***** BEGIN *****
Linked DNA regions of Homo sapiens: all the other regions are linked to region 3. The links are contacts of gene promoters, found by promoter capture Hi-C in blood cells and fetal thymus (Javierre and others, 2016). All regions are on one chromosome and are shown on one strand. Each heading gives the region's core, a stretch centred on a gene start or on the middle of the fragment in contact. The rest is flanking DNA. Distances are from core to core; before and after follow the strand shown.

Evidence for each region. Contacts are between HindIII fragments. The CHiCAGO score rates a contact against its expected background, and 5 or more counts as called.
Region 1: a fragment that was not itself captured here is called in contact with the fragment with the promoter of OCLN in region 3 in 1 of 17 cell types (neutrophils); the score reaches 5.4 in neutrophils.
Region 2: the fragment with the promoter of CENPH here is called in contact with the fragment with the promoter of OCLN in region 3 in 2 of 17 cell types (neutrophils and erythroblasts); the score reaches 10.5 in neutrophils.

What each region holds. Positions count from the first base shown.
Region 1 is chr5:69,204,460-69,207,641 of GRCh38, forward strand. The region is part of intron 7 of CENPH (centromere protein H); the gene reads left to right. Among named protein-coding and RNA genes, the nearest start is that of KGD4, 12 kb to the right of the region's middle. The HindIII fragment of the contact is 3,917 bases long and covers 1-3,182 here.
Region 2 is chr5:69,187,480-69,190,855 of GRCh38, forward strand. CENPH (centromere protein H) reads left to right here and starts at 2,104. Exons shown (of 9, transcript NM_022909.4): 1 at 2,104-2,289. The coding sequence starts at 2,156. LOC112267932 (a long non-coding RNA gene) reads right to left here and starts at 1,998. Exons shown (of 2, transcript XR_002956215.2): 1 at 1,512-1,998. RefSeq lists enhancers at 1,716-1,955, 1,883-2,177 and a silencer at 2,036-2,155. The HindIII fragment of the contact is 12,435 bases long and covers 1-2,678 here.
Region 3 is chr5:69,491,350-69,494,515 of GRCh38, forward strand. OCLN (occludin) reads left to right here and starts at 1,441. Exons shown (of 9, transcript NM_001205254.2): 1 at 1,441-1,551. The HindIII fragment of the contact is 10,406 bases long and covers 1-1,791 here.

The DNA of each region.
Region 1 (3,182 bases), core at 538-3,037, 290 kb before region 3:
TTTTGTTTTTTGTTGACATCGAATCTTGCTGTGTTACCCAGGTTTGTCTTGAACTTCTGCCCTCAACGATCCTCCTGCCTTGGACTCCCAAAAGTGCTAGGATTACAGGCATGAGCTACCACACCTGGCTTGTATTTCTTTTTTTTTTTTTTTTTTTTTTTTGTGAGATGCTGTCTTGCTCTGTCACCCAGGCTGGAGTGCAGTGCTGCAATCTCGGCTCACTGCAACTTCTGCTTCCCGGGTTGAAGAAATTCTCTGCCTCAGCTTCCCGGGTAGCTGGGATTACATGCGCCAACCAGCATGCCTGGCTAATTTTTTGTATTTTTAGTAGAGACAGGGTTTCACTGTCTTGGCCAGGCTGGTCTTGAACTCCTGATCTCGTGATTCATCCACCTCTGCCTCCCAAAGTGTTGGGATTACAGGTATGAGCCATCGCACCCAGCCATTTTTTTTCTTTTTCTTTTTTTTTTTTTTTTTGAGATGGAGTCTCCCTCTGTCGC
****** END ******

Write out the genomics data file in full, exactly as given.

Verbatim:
Linked DNA regions of Homo sapiens: all the other regions are linked to region 3. The links are contacts of gene promoters, found by promoter capture Hi-C in blood cells and fetal thymus (Javierre and others, 2016). All regions are on one chromosome and are shown on one strand. Each heading gives the region's core, a stretch centred on a gene start or on the middle of the fragment in contact. The rest is flanking DNA. Distances are from core to core; before and after follow the strand shown.

Evidence for each region. Contacts are between HindIII fragments. The CHiCAGO score rates a contact against its expected background, and 5 or more counts as called.
Region 1: a fragment that was not itself captured here is called in contact with the fragment with the promoter of OCLN in region 3 in 1 of 17 cell types (neutrophils); the score reaches 5.4 in neutrophils.
Region 2: the fragment with the promoter of CENPH here is called in contact with the fragment with the promoter of OCLN in region 3 in 2 of 17 cell types (neutrophils and erythroblasts); the score reaches 10.5 in neutrophils.

What each region holds. Positions count from the first base shown.
Region 1 is chr5:69,204,460-69,207,641 of GRCh38, forward strand. The region is part of intron 7 of CENPH (centromere protein H); the gene reads left to right. Among named protein-coding and RNA genes, the nearest start is that of KGD4, 12 kb to the right of the region's middle. The HindIII fragment of the contact is 3,917 bases long and covers 1-3,182 here.
Region 2 is chr5:69,187,480-69,190,855 of GRCh38, forward strand. CENPH (centromere protein H) reads left to right here and starts at 2,104. Exons shown (of 9, transcript NM_022909.4): 1 at 2,104-2,289. The coding sequence starts at 2,156. LOC112267932 (a long non-coding RNA gene) reads right to left here and starts at 1,998. Exons shown (of 2, transcript XR_002956215.2): 1 at 1,512-1,998. RefSeq lists enhancers at 1,716-1,955, 1,883-2,177 and a silencer at 2,036-2,155. The HindIII fragment of the contact is 12,435 bases long and covers 1-2,678 here.
Region 3 is chr5:69,491,350-69,494,515 of GRCh38, forward strand. OCLN (occludin) reads left to right here and starts at 1,441. Exons shown (of 9, transcript NM_001205254.2): 1 at 1,441-1,551. The HindIII fragment of the contact is 10,406 bases long and covers 1-1,791 here.

The DNA of each region.
Region 1 (3,182 bases), core at 538-3,037, 290 kb before region 3:
TTTTGTTTTTTGTTGACATCGAATCTTGCTGTGTTACCCAGGTTTGTCTTGAACTTCTGCCCTCAACGATCCTCCTGCCTTGGACTCCCAAAAGTGCTAGGATTACAGGCATGAGCTACCACACCTGGCTTGTATTTCTTTTTTTTTTTTTTTTTTTTTTTTGTGAGATGCTGTCTTGCTCTGTCACCCAGGCTGGAGTGCAGTGCTGCAATCTCGGCTCACTGCAACTTCTGCTTCCCGGGTTGAAGAAATTCTCTGCCTCAGCTTCCCGGGTAGCTGGGATTACATGCGCCAACCAGCATGCCTGGCTAATTTTTTGTATTTTTAGTAGAGACAGGGTTTCACTGTCTTGGCCAGGCTGGTCTTGAACTCCTGATCTCGTGATTCATCCACCTCTGCCTCCCAAAGTGTTGGGATTACAGGTATGAGCCATCGCACCCAGCCATTTTTTTTCTTTTTCTTTTTTTTTTTTTTTTTGAGATGGAGTCTCCCTCTGTCGC